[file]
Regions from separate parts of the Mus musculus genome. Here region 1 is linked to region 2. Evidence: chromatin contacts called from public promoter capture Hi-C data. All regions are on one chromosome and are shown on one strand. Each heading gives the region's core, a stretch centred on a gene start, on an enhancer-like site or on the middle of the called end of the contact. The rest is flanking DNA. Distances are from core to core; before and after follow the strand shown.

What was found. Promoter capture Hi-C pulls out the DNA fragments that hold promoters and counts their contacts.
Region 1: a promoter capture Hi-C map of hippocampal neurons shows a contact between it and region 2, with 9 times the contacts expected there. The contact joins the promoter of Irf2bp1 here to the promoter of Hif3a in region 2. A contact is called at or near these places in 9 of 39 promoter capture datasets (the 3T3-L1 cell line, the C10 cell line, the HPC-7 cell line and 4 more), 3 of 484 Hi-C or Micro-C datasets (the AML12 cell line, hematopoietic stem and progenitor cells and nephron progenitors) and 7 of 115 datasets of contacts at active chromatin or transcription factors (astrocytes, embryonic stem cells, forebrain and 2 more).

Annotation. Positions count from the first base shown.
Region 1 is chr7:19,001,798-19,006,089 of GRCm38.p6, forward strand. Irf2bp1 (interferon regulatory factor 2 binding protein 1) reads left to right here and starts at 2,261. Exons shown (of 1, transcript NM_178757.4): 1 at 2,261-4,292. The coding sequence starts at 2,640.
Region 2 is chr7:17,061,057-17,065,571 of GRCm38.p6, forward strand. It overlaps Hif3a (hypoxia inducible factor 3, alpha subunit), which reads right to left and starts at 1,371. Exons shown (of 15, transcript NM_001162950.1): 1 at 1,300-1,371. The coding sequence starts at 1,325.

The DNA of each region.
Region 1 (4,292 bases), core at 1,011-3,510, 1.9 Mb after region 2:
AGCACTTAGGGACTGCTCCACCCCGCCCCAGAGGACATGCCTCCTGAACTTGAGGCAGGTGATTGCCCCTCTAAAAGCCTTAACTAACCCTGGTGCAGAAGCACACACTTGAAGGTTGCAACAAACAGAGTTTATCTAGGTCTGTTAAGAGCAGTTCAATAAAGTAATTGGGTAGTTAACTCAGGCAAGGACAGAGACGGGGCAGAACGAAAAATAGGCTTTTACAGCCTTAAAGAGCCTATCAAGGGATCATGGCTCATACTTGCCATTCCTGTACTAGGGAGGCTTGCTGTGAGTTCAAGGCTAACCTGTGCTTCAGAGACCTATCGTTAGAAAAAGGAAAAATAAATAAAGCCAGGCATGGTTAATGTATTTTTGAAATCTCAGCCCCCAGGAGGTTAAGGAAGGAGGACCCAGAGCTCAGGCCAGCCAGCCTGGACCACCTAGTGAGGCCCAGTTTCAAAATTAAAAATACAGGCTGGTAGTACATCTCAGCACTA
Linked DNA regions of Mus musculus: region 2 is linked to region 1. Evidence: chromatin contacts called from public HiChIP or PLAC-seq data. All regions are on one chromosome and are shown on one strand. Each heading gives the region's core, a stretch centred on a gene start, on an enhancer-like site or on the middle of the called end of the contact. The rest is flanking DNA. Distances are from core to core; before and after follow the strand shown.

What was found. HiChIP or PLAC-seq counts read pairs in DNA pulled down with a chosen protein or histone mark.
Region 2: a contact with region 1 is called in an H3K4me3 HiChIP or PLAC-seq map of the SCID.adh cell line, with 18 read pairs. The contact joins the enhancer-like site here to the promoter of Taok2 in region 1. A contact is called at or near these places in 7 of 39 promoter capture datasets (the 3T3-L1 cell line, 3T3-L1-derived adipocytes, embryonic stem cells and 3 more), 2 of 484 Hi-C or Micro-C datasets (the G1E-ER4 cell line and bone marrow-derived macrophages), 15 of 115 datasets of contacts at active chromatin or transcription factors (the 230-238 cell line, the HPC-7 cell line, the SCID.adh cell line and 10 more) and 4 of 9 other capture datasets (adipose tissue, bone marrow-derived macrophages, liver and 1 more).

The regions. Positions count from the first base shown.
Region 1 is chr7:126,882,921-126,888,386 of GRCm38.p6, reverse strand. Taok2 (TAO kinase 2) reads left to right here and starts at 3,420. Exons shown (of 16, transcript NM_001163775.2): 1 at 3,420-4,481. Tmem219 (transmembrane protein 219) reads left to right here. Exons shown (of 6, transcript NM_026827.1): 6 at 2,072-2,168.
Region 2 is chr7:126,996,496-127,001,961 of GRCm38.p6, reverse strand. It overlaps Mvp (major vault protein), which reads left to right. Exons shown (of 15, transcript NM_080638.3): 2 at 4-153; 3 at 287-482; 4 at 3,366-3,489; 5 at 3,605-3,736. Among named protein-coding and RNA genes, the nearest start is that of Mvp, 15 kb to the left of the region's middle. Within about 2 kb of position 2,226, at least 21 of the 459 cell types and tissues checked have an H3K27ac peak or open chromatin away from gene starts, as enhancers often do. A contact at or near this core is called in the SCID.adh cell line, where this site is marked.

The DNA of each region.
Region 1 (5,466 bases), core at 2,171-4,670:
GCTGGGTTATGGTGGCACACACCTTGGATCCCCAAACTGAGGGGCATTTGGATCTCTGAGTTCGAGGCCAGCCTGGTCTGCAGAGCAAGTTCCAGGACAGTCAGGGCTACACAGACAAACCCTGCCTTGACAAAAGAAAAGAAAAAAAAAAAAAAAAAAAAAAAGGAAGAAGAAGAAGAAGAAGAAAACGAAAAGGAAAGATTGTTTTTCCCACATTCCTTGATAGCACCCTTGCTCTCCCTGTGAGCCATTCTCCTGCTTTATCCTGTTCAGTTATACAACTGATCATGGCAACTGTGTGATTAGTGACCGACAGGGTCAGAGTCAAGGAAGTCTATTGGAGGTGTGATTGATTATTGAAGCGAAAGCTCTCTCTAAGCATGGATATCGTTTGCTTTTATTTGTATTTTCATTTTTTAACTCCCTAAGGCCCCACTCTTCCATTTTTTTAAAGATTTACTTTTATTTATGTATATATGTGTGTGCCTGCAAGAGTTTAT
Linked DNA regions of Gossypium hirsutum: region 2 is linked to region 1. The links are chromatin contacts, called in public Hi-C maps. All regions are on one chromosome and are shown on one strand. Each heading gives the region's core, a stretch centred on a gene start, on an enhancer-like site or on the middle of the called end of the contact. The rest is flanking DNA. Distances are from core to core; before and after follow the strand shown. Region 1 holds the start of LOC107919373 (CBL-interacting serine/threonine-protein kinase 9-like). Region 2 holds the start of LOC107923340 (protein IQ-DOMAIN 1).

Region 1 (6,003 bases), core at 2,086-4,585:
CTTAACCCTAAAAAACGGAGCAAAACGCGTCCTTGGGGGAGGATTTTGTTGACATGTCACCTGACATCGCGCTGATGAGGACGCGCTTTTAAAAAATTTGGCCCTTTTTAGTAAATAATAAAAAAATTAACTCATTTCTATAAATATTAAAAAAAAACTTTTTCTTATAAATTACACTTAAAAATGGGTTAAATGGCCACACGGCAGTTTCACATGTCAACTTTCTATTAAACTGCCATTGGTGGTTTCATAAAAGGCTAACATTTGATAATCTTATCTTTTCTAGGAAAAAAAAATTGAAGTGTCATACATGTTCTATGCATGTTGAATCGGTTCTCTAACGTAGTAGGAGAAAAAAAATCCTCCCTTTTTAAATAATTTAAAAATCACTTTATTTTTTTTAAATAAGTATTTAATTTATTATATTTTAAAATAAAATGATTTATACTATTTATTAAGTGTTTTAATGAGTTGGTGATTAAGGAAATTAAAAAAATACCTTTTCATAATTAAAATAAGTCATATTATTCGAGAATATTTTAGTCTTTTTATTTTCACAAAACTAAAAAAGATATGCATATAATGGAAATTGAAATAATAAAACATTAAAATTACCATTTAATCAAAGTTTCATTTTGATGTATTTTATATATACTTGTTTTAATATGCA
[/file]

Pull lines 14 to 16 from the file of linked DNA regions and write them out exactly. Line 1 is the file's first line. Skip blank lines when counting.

Region 1 is chr7:126,882,921-126,888,386 of GRCm38.p6, reverse strand. Taok2 (TAO kinase 2) reads left to right here and starts at 3,420. Exons shown (of 16, transcript NM_001163775.2): 1 at 3,420-4,481. Tmem219 (transmembrane protein 219) reads left to right here. Exons shown (of 6, transcript NM_026827.1): 6 at 2,072-2,168.
Region 2 is chr7:126,996,496-127,001,961 of GRCm38.p6, reverse strand. It overlaps Mvp (major vault protein), which reads left to right. Exons shown (of 15, transcript NM_080638.3): 2 at 4-153; 3 at 287-482; 4 at 3,366-3,489; 5 at 3,605-3,736. Among named protein-coding and RNA genes, the nearest start is that of Mvp, 15 kb to the left of the region's middle. Within about 2 kb of position 2,226, at least 21 of the 459 cell types and tissues checked have an H3K27ac peak or open chromatin away from gene starts, as enhancers often do. A contact at or near this core is called in the SCID.adh cell line, where this site is marked.

The DNA of each region.